Stephen Dorril (Letters, 9 January) is somewhat unfair to criticise the excellent Lord Parker for being determined to convict Stephen Ward in the Profumo case. The trial judge was Sir Archie Marshall. He was a Cornish liberal and in the year of the trial was elected a bard of the Cornish Gorseth. I have not been able to discover whether he composed a song about any of the men and women in the case.
His Honour Paul Collins
• It’s a long time since this octogenarian cried but the valedictory article from Gary Younge (Journal, 10 January) did it for me. Keep in touch, Gary, if only via the occasional report from your new appointment.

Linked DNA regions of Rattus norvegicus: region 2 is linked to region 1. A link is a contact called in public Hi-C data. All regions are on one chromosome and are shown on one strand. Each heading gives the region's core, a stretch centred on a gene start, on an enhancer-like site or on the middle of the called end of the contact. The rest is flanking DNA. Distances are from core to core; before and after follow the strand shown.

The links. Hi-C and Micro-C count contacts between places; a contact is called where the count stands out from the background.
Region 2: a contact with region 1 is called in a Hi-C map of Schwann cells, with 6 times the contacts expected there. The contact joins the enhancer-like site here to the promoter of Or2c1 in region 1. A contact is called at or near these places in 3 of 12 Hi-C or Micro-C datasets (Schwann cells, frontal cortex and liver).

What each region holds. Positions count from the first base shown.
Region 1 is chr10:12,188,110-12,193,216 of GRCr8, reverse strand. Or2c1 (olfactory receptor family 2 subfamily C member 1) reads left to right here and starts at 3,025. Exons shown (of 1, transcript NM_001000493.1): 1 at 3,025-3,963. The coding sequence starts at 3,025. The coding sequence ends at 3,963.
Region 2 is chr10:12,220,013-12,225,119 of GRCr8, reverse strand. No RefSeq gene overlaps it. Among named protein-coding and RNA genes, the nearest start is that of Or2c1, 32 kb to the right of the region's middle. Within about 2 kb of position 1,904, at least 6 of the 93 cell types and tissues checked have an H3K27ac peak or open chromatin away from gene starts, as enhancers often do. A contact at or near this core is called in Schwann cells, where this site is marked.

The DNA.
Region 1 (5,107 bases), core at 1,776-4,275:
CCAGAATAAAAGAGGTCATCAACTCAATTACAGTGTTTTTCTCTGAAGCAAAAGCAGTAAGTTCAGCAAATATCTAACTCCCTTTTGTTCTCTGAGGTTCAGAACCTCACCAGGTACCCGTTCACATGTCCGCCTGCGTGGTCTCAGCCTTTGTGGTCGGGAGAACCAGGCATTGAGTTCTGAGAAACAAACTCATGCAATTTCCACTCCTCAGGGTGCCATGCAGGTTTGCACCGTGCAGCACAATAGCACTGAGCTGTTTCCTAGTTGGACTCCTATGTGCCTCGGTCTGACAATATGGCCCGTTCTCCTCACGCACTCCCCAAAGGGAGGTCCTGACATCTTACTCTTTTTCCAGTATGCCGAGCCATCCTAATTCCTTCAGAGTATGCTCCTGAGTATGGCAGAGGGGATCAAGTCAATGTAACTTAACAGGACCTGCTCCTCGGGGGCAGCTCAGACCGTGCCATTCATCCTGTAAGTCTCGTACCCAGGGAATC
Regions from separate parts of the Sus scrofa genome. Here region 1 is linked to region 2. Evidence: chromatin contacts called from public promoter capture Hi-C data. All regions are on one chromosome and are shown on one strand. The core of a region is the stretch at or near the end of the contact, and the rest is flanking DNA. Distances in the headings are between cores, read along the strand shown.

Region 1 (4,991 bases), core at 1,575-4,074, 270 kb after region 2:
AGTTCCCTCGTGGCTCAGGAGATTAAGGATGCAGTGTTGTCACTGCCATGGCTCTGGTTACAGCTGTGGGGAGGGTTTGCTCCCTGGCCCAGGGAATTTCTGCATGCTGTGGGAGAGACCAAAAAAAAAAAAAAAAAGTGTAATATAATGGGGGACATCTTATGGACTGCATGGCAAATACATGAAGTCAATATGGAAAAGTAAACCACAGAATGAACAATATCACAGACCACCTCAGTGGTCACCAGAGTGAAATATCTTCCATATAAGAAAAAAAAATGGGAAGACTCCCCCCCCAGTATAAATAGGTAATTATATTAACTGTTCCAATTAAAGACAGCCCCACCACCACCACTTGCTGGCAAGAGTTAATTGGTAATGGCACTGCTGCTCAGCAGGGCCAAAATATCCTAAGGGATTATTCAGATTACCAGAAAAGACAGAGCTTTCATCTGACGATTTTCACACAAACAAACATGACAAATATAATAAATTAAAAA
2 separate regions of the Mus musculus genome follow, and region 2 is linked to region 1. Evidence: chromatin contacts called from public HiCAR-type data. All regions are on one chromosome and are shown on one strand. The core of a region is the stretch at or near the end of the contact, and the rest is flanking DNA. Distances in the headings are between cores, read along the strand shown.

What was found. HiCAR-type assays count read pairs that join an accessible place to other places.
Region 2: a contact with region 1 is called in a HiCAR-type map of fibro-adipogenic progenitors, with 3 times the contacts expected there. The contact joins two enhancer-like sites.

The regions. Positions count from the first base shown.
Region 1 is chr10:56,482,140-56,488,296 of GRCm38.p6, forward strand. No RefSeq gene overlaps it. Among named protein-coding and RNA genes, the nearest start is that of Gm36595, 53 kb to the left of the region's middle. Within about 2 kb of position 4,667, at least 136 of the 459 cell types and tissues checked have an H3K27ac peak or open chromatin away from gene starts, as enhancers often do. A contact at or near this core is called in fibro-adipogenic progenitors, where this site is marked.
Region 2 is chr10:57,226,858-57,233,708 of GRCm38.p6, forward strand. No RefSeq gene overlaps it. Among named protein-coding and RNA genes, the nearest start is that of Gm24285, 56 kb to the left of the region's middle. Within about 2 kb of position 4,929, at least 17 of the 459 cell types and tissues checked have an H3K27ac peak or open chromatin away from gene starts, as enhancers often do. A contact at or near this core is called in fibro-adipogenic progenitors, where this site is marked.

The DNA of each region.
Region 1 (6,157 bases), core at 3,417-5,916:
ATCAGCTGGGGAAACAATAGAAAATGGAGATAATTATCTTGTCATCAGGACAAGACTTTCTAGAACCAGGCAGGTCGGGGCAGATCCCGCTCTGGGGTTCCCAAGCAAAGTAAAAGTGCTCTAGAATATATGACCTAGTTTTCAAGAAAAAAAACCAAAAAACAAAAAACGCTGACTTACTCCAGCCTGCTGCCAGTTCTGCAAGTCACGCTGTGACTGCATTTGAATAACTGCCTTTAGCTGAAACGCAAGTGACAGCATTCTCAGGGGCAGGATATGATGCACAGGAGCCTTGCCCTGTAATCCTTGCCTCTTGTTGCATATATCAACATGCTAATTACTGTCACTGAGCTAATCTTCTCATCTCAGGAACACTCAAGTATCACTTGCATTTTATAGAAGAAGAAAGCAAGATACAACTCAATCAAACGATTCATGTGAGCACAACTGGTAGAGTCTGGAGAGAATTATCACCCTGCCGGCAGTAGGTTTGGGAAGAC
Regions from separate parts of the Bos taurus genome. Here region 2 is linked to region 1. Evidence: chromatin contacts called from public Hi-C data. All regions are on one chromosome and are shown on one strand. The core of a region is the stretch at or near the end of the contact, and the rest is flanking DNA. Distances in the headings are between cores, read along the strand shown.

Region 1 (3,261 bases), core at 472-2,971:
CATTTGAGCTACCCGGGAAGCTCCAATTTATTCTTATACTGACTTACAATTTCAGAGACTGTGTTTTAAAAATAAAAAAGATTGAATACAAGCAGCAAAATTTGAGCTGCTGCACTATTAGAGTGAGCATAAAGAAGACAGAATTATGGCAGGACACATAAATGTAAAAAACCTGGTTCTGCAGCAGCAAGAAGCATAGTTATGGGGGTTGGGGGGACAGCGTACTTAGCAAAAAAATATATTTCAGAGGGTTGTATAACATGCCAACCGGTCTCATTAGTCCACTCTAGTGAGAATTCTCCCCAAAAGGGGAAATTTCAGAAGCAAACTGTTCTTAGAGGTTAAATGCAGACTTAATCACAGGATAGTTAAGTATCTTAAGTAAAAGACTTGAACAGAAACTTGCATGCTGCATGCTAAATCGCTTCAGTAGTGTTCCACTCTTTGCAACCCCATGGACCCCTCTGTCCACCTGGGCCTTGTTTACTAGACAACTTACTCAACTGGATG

• Our American teacher son-in-law quickly learned the difference between American and British English (Letters, 8 January). When dusting chalk from his trousers, he said: “Oh no! I’ve made a mess of my pants!” to the huge delight of a class of teenagers.
Burley-in-Wharfedale, West Yorkshire
• We always used “pants” to mean “trousers” in the part of east Lancashire where I grew up. This did, however, earn me some rather odd looks when I moved south.
• I laughed at Susan Chesters’ “bag for life” story (Letters, 10 January). On my fridge is a magnet urging me to “take an old bag shopping”. Attached is a hand-written note from my late wife, simply asking: “Please”.
Lowton, Greater Manchester
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